Robinson Hall was the “New Library” of 1878. John Carter Brown 1816, who died in 1874, had bequeathed to the University a lot at the corner of Waterman and Prospect Streets as a site for a library, along with $50,000 for the building. This amount, with his earlier gift, now grown to $20,000, made it possible to lay the foundation in the summer of 1875. His widow paid the difference between what he had given and the final cost of $95,588 for the building, which was dedicated on February 16, 1878. The three storied cruciform shaped building had a central rotunda with an octagonal cupola with stained glass windows at the top. The upper floors had balconies with shelves divided into alcoves. The exterior of Danvers pressed brick was trimmed with granite from Tingley’s Stone Yard on South Main Street, and the building was graced by the carvings of James C. Brierly – an owl and a fox on either side of the entrance, mountain lions above, and other flora and fauna in unexpected spots. The Brunonian of February 12, 1878 included this description of the new Library Building:
“The external appearance of the building in architectural design and finish is at once beautiful and imposing. It is in the Venetian-Gothic style, being in form nearly a Greek cross, the walls are of pressed brick with stone trimmings, the roof of wrought iron and slate, and the porch of Nova Scotia olive stone artistically chiselled. Not less striking or less perfect in workmanship is the interior of the building. Passing the librarian’s room and committee room on either side of the hall-way, we enter the reading room, from which extend the three wings of the building, containing in all seventy-two alcoves. Over the hall-way is a large room to be devoted to the fine arts, and above this a room of equal size for pamphlets, in which the Library is particularly rich. On the walls are placed four inscriptions.”The four inscriptions were, first, the commemoration of the donor John Carter Brown, noting in Latin his dates of birth and death and his bequest of the building; second, the dates of the beginning and completion of the building; third, that the University was founded in 1764 and received its name in 1804 from Nicholas Brown; and fourth, an extract form the Book of Proverbs. The inscriptions and the grandeur that was the New Library are gone, and the marble bust of John Carter Brown that graced the entrance has been retired with a broken nose.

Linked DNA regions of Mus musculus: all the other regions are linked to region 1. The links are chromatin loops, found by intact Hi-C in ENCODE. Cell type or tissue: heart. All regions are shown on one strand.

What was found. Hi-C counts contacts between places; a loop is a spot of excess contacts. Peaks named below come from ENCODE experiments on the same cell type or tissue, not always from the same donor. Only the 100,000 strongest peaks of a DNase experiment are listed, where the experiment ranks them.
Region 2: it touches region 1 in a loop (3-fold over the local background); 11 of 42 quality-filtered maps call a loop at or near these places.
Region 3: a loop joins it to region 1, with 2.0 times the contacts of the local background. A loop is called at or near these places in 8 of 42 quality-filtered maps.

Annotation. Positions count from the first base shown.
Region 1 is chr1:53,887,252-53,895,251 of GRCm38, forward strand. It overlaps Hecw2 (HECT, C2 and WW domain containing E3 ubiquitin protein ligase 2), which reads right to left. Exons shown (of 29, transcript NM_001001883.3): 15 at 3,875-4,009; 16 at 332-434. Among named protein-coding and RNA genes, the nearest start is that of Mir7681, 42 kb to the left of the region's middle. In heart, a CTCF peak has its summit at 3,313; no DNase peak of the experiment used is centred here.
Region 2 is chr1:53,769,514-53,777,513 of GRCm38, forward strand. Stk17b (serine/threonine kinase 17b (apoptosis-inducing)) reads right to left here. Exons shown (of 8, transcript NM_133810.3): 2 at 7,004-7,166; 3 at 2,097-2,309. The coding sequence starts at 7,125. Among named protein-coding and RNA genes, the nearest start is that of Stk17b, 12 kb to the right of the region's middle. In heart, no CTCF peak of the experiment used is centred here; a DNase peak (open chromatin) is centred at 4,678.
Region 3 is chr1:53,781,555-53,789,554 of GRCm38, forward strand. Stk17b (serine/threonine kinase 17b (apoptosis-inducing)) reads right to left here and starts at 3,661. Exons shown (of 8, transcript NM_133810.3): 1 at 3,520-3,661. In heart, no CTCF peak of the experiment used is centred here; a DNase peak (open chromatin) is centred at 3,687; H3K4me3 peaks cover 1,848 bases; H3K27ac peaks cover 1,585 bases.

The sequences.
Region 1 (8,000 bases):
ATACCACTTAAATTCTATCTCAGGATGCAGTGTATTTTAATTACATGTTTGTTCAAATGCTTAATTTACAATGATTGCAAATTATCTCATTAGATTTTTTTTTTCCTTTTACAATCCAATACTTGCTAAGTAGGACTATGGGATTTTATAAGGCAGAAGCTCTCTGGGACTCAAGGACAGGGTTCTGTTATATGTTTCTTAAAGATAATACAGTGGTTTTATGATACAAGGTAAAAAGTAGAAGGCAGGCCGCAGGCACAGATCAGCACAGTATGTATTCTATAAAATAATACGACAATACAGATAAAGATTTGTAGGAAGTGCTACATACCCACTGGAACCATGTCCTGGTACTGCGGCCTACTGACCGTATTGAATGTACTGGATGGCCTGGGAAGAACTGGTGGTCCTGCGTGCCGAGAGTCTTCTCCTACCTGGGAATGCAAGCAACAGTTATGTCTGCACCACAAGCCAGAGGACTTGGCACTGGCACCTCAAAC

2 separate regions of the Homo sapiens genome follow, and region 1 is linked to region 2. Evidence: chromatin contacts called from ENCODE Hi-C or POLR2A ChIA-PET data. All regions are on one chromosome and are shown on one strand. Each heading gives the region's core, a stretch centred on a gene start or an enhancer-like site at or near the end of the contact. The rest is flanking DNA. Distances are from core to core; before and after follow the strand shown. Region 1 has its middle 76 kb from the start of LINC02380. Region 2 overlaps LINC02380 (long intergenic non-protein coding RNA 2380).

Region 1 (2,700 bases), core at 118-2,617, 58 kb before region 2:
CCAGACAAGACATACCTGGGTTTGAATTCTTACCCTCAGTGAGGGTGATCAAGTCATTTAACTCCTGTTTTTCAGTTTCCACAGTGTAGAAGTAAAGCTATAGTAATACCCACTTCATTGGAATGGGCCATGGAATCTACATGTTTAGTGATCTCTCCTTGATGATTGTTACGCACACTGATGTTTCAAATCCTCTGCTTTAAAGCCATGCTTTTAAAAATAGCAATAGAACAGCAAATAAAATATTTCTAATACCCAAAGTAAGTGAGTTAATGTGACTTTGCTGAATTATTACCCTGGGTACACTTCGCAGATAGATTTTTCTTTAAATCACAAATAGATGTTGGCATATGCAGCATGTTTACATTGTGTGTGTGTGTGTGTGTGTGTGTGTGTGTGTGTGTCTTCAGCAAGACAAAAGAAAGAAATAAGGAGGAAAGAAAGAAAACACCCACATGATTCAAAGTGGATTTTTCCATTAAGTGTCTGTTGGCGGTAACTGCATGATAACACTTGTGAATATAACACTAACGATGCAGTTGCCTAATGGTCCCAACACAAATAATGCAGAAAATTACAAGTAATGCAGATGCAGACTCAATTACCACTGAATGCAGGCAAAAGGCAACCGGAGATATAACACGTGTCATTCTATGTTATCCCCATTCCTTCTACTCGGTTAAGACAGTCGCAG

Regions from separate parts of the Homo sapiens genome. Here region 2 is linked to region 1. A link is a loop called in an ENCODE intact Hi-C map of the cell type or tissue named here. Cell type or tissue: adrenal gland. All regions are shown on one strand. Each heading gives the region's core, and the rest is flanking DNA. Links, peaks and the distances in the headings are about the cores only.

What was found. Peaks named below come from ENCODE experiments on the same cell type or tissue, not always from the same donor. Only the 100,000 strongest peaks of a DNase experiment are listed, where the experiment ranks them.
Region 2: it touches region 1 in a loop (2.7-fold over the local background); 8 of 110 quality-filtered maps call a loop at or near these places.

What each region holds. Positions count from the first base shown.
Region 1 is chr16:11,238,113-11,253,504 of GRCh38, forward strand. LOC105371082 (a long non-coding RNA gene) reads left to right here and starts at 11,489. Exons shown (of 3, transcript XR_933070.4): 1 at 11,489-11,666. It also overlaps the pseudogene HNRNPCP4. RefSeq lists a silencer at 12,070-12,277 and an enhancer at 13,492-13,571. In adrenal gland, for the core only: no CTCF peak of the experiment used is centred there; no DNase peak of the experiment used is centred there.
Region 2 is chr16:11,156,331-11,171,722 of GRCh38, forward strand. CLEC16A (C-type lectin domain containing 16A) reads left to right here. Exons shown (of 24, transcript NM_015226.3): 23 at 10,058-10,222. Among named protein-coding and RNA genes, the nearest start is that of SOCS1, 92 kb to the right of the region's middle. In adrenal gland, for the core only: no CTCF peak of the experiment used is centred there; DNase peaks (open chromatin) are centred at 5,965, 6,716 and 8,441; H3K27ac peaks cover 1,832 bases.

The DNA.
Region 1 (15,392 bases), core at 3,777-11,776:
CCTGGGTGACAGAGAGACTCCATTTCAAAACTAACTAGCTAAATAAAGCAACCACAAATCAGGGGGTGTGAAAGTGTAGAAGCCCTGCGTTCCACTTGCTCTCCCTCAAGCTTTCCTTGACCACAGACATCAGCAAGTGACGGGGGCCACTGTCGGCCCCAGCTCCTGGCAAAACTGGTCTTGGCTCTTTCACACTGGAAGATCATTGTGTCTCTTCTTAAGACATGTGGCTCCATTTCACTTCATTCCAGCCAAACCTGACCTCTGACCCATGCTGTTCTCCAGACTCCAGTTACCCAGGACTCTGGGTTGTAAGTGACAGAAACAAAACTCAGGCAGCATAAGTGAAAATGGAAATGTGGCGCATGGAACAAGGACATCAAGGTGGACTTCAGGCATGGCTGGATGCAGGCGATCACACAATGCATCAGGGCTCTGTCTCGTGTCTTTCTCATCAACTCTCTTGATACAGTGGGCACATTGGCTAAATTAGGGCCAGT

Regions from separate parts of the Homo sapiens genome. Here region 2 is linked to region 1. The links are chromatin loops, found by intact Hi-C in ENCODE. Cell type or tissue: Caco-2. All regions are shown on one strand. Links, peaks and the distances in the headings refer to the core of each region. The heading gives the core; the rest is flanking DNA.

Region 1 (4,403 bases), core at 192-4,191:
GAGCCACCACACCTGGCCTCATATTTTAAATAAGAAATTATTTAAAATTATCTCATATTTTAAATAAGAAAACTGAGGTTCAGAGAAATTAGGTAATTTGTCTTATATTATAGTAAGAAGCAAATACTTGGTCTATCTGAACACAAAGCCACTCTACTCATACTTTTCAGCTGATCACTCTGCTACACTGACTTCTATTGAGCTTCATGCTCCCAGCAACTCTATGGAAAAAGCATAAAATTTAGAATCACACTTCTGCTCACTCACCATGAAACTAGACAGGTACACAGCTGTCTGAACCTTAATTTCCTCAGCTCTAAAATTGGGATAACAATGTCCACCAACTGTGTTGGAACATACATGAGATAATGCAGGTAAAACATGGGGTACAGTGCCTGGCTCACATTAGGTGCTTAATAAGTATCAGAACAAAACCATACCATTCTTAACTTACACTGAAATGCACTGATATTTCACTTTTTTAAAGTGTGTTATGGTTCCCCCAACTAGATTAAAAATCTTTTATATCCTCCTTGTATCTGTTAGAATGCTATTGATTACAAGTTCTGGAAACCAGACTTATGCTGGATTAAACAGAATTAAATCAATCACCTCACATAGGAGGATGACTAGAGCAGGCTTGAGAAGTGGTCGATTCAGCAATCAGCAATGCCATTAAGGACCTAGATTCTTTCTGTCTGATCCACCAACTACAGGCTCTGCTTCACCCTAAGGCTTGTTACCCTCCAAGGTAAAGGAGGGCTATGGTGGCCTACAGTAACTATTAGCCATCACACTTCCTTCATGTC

When the John Hay Library was opened in 1910, the intention of the Library Committee was to connect the two buildings and to house the departmental libraries in the former library. The expense of remodeling proved too high, and in 1912 the building was partially opened to receive the Department of Economics and its library of 10,000 volumes. The building, called the Old Library for years and then the Economics Building, was closed during the Second World War. When it reopened in 1946 with eight classrooms and twenty offices, it was named Robinson Hall for Ezekiel Gilman Robinson during whose presidency it was built. Still occupied by the Department of Economics, the building displays some of its former beauty since its renovation in 1989 and 1990 by the Robinson Green Beretta Corporation.